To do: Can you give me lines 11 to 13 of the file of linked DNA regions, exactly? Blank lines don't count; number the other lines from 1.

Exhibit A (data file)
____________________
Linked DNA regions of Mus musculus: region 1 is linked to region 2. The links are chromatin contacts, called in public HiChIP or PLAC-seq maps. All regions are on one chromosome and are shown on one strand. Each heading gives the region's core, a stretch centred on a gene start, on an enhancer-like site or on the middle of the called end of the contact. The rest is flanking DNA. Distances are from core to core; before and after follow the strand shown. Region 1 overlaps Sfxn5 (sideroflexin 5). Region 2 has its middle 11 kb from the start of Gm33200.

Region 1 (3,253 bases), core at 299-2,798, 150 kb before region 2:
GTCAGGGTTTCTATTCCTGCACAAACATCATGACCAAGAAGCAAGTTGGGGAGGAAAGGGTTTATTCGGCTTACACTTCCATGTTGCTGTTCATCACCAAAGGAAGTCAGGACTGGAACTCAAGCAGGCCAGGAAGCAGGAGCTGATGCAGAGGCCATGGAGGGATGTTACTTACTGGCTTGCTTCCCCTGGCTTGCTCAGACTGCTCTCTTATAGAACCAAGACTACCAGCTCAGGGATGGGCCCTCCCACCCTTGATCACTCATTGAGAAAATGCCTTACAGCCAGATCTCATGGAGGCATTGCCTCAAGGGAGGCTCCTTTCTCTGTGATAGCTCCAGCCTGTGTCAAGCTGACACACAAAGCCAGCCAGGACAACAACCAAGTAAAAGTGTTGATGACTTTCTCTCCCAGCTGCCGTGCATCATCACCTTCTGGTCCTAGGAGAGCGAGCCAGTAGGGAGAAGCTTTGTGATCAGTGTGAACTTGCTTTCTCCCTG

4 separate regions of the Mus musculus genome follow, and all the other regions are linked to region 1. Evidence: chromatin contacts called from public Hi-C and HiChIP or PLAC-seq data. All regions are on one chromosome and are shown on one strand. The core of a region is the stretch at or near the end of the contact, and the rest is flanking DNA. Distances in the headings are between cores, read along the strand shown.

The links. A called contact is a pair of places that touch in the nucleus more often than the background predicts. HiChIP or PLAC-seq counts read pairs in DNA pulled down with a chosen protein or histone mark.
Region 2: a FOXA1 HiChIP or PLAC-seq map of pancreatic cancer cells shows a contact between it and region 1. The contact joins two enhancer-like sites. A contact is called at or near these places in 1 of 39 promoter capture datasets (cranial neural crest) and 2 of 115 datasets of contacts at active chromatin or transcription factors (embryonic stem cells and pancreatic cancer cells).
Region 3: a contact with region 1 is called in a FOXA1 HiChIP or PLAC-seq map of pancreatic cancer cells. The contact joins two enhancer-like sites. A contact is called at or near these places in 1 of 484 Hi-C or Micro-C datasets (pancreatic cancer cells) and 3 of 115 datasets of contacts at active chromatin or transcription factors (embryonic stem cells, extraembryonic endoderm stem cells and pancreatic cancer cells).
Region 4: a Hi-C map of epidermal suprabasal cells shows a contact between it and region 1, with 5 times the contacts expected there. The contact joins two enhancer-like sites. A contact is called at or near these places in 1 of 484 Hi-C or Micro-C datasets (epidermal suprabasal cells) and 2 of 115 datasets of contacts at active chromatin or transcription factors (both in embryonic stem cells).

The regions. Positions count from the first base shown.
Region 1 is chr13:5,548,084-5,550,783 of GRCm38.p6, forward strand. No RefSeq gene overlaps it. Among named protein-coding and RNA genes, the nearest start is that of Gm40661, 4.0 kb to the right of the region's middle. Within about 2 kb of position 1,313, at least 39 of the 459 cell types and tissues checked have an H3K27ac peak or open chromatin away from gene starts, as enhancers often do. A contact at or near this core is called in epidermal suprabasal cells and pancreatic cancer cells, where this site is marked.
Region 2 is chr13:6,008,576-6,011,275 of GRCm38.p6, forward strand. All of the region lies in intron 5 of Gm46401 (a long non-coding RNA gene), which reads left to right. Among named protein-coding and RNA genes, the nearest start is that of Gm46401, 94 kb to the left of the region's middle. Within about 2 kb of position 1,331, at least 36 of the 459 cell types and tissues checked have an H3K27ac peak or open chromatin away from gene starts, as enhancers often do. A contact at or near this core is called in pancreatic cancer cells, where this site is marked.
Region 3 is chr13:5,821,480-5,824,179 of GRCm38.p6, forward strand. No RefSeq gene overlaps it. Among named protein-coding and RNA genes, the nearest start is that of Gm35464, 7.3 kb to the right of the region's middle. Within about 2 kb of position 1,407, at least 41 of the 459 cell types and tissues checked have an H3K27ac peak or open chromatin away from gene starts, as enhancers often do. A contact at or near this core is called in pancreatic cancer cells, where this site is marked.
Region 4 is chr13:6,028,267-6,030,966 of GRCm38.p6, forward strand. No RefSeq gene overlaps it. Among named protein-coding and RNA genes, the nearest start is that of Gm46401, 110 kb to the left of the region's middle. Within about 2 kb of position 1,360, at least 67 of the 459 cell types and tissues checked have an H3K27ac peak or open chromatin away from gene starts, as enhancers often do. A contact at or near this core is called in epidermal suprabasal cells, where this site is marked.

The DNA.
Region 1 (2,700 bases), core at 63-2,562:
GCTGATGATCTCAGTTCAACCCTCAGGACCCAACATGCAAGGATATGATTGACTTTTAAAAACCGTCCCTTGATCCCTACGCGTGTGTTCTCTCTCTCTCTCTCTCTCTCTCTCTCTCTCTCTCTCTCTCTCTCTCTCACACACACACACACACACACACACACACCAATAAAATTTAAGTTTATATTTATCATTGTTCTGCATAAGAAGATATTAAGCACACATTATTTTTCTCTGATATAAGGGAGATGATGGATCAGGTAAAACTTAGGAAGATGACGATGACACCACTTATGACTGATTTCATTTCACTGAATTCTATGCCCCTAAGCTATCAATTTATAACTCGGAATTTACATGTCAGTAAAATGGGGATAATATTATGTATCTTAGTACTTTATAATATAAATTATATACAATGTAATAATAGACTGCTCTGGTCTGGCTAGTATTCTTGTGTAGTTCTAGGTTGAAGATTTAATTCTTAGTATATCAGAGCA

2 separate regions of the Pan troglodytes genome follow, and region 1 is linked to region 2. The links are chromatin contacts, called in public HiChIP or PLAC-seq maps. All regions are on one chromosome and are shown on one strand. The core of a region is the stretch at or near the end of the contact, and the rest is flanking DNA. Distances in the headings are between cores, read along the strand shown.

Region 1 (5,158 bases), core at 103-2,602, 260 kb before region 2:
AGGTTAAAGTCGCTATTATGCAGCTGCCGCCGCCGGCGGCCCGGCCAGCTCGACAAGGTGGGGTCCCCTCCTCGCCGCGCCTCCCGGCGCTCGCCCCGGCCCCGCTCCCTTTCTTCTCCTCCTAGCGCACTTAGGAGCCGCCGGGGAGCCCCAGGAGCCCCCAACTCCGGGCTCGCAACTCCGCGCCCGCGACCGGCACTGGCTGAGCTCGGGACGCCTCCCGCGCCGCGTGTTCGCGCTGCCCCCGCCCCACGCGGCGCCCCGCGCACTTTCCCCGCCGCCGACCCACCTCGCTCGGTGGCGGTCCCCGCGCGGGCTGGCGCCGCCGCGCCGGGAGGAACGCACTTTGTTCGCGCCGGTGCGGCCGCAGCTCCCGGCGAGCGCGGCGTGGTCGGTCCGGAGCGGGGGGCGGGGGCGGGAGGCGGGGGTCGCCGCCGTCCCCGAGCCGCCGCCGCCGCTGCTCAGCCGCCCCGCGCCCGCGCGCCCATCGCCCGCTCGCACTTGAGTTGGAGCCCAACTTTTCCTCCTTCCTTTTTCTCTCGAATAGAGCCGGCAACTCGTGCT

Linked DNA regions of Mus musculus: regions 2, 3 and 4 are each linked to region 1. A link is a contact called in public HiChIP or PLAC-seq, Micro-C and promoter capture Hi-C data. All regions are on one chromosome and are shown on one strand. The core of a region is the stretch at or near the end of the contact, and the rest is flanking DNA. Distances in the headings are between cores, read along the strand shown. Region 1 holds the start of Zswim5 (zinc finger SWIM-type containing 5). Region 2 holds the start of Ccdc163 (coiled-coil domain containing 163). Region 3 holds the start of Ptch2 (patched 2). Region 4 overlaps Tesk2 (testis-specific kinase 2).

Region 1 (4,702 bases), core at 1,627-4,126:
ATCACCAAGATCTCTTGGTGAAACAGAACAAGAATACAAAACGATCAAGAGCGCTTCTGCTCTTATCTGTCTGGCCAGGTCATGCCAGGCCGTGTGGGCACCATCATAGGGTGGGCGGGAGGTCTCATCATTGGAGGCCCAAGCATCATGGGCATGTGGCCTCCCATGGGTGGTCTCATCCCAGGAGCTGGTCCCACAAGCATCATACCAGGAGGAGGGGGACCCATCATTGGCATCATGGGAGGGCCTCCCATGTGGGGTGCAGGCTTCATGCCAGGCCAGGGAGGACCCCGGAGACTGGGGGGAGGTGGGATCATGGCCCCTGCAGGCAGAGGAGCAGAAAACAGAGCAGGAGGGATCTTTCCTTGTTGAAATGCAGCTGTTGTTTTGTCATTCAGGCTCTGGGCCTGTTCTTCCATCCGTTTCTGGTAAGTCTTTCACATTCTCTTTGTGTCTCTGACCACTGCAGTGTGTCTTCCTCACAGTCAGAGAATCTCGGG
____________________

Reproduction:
Region 2 is chr13:6,008,576-6,011,275 of GRCm38.p6, forward strand. All of the region lies in intron 5 of Gm46401 (a long non-coding RNA gene), which reads left to right. Among named protein-coding and RNA genes, the nearest start is that of Gm46401, 94 kb to the left of the region's middle. Within about 2 kb of position 1,331, at least 36 of the 459 cell types and tissues checked have an H3K27ac peak or open chromatin away from gene starts, as enhancers often do. A contact at or near this core is called in pancreatic cancer cells, where this site is marked.
Region 3 is chr13:5,821,480-5,824,179 of GRCm38.p6, forward strand. No RefSeq gene overlaps it. Among named protein-coding and RNA genes, the nearest start is that of Gm35464, 7.3 kb to the right of the region's middle. Within about 2 kb of position 1,407, at least 41 of the 459 cell types and tissues checked have an H3K27ac peak or open chromatin away from gene starts, as enhancers often do. A contact at or near this core is called in pancreatic cancer cells, where this site is marked.
Region 4 is chr13:6,028,267-6,030,966 of GRCm38.p6, forward strand. No RefSeq gene overlaps it. Among named protein-coding and RNA genes, the nearest start is that of Gm46401, 110 kb to the left of the region's middle. Within about 2 kb of position 1,360, at least 67 of the 459 cell types and tissues checked have an H3K27ac peak or open chromatin away from gene starts, as enhancers often do. A contact at or near this core is called in epidermal suprabasal cells, where this site is marked.